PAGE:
I arrived back on time from Mongolia, downloaded and backed up all the pictures and I’m now preparing to go to India this afternoon. It’s very unusual to have two foreign assignments almost back to back but this one was dictated by a specific date. It’s going to be quite tiring but I’m certainly ‘in the zone’ from the Mongolia trip and ready for another challenge.
Eradicating Polio: The Last Hurdle
The story is for Rotary Jersey and their part of the international effort to eradicate Polio. India is one of just four countries now endemic with Polio (Pakistan, Afghanistan & Nigeria being the others). The Rotary polio eradication campaign, Polio Plus, started over 20 years ago and the aim now is to give the final push to free the world completely of Polio. It has been a huge logistical and financial undertaking that so far has been a massive success. If you want to learn more about the situation have a look at this website:- http://www.rotary.org/en/serviceAndFellowship/Polio/Pages/ridefault.aspx
With just under 1,700 cases being reported worldwide in 2008 down from 350,000 in 1988, over 99% of the job has been completed but as the Rotary mission statement quotes, it is not over just yet. ” As long as polio threatens even one child anywhere in the world, children everywhere remain at risk. The stakes are that high.”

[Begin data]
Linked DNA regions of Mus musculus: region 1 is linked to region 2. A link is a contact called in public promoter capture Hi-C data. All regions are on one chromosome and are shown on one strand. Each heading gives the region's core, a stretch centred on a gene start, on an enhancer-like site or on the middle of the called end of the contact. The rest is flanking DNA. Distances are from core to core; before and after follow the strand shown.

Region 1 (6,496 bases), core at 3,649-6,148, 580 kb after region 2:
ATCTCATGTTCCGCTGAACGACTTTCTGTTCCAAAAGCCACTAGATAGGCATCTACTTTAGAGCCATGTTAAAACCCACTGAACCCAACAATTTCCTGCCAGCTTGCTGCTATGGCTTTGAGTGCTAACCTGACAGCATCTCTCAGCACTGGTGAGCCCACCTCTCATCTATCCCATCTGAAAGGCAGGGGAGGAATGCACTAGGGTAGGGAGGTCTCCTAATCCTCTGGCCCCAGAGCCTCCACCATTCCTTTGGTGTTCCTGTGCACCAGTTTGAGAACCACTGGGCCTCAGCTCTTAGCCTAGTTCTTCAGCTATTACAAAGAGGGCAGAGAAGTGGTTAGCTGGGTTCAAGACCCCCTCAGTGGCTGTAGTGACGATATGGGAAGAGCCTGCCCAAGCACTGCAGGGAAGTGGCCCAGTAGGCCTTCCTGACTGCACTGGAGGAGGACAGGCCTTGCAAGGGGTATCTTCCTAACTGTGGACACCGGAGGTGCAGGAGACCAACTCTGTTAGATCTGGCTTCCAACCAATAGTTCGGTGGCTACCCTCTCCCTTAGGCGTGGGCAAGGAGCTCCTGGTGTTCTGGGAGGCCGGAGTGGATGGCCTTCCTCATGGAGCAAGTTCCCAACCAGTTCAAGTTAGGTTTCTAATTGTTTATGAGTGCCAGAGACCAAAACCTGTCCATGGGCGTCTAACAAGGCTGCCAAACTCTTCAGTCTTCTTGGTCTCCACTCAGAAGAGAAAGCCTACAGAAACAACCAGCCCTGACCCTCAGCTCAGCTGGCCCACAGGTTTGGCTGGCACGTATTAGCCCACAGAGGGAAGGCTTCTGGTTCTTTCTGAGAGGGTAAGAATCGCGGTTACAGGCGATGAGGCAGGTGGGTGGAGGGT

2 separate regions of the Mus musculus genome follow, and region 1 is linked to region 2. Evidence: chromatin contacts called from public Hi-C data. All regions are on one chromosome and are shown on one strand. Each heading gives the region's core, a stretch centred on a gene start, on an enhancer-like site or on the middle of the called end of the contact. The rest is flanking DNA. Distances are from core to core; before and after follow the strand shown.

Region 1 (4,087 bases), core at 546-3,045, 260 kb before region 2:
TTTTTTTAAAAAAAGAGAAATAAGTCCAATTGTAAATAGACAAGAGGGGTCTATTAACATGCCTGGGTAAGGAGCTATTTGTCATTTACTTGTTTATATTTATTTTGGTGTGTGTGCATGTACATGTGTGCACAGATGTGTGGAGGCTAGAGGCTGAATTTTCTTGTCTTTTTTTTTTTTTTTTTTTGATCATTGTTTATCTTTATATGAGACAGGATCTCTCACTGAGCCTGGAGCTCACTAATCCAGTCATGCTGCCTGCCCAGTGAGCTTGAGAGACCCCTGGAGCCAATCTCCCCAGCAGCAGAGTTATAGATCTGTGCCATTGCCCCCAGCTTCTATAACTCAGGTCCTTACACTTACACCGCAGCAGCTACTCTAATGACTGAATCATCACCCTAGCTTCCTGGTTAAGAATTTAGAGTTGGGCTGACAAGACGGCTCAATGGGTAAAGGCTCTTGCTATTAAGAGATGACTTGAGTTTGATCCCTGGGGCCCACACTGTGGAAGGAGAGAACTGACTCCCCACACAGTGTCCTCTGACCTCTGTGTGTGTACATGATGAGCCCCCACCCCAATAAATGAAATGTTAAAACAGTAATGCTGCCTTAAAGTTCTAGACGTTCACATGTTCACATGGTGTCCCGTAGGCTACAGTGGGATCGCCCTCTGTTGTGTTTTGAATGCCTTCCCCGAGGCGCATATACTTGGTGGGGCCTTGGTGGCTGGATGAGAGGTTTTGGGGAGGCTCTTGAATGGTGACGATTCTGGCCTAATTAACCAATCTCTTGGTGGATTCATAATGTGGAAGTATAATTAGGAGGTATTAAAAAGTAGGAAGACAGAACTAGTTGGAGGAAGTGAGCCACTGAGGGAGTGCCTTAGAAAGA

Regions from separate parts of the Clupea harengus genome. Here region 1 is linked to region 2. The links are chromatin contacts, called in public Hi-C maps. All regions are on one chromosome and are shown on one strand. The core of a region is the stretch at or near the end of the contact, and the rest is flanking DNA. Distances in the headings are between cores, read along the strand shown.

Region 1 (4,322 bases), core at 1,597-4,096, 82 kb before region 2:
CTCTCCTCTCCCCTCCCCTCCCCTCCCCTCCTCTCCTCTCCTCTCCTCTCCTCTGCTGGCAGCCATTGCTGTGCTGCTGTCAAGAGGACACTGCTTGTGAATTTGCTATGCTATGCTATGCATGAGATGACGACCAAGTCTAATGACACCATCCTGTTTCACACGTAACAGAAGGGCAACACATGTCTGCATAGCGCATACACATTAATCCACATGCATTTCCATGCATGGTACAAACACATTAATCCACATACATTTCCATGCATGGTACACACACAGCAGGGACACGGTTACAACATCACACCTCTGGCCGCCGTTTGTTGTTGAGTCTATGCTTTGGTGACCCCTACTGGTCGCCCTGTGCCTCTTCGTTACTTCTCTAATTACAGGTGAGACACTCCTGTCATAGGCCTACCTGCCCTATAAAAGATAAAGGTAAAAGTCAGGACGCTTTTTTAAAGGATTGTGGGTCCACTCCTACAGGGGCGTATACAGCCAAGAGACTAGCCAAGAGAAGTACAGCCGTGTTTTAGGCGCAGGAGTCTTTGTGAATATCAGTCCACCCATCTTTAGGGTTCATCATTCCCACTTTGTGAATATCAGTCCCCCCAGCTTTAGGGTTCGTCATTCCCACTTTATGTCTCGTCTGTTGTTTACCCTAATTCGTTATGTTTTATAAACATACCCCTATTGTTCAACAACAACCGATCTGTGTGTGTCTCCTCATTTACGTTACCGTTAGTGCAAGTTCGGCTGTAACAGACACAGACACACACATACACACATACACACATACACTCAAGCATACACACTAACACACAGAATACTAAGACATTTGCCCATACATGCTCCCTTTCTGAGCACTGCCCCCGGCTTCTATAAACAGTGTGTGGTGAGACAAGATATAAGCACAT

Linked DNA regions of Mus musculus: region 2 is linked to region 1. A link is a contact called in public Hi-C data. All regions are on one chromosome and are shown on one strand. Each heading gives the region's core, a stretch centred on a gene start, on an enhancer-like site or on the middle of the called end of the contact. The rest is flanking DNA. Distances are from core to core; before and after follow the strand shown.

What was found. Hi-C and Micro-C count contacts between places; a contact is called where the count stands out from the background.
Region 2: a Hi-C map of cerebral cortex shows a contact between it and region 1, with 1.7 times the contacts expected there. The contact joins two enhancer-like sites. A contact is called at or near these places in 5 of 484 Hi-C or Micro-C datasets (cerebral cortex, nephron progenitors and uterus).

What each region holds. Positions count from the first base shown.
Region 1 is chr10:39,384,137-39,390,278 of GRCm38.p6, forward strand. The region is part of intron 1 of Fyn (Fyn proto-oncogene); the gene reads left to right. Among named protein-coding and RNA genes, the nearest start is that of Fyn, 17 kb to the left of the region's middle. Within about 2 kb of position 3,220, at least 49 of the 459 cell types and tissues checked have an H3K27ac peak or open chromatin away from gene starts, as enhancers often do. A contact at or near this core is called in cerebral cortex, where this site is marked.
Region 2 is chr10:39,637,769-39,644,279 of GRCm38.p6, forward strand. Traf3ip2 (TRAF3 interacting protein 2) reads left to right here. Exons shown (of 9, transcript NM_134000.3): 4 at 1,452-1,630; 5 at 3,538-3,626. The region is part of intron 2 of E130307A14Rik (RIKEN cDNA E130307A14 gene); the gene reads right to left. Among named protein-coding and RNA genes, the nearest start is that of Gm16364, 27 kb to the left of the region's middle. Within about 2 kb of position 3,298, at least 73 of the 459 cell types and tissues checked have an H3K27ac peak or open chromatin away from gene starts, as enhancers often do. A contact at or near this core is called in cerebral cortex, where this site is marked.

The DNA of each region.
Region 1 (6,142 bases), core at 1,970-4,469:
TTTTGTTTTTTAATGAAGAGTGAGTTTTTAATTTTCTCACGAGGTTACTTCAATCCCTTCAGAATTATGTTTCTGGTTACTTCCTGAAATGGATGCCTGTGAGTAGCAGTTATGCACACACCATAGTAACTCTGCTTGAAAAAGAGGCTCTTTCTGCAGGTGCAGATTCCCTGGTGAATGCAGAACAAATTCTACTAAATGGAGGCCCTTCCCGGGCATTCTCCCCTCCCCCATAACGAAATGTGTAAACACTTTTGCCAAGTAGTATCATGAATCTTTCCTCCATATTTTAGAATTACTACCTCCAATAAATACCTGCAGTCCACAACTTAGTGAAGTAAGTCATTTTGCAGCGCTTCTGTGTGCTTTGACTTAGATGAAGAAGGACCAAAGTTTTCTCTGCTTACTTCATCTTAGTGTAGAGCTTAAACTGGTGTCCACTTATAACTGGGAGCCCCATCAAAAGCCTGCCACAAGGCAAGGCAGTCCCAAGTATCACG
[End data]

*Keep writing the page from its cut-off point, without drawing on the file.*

I’ll hopefully start blogging and posting some images in the next few days. The main NID or National Immunisation Day is Sunday February 1st when over 172 million children under 5 will be vaccinated throughout India. A quite mind boggling statistic…!!
My last post from here. A big thank you to everyone who helped me with this assignment, you know who you are. Just to say Mongolia is an amazing country. It has its problems but which country doesn’t. The Government are trying to sort things out with regards to street children but it will be a long process. I understand from people living here things have dramatically improved over the last year so there is hope. If you ever have the chance to visit then do. The hospitality is great, the countryside is there to explore and there is more history than you could ever soak up. Fond memories of all the people and I hope to return at a warmer time..therefore my last image will be from a very short trip into the countryside..
My last day in Mongolia. I managed to catch up with the guys again today. When Ider and I arrived they were laughing. During the night older men came into the hole to seek shelter. When they left they stole a pair of their shoes so now they have only one pair between them and they found this quite amusing in a resigned sort of way. This sort of thing happens to all the children living in manholes around the city. They are never secure or safe anywhere be it from drunk older men or other street kids. Violence is never far away. I have only met a few girls living like this but the situation for them must be incredibly dangerous. We left them with an offer of assistance from an NGO to get some help, two pairs of thermals I won’t be needing and enough money for shoes. Ider the interpreter will be keeping an eye out for them so will post any developments here.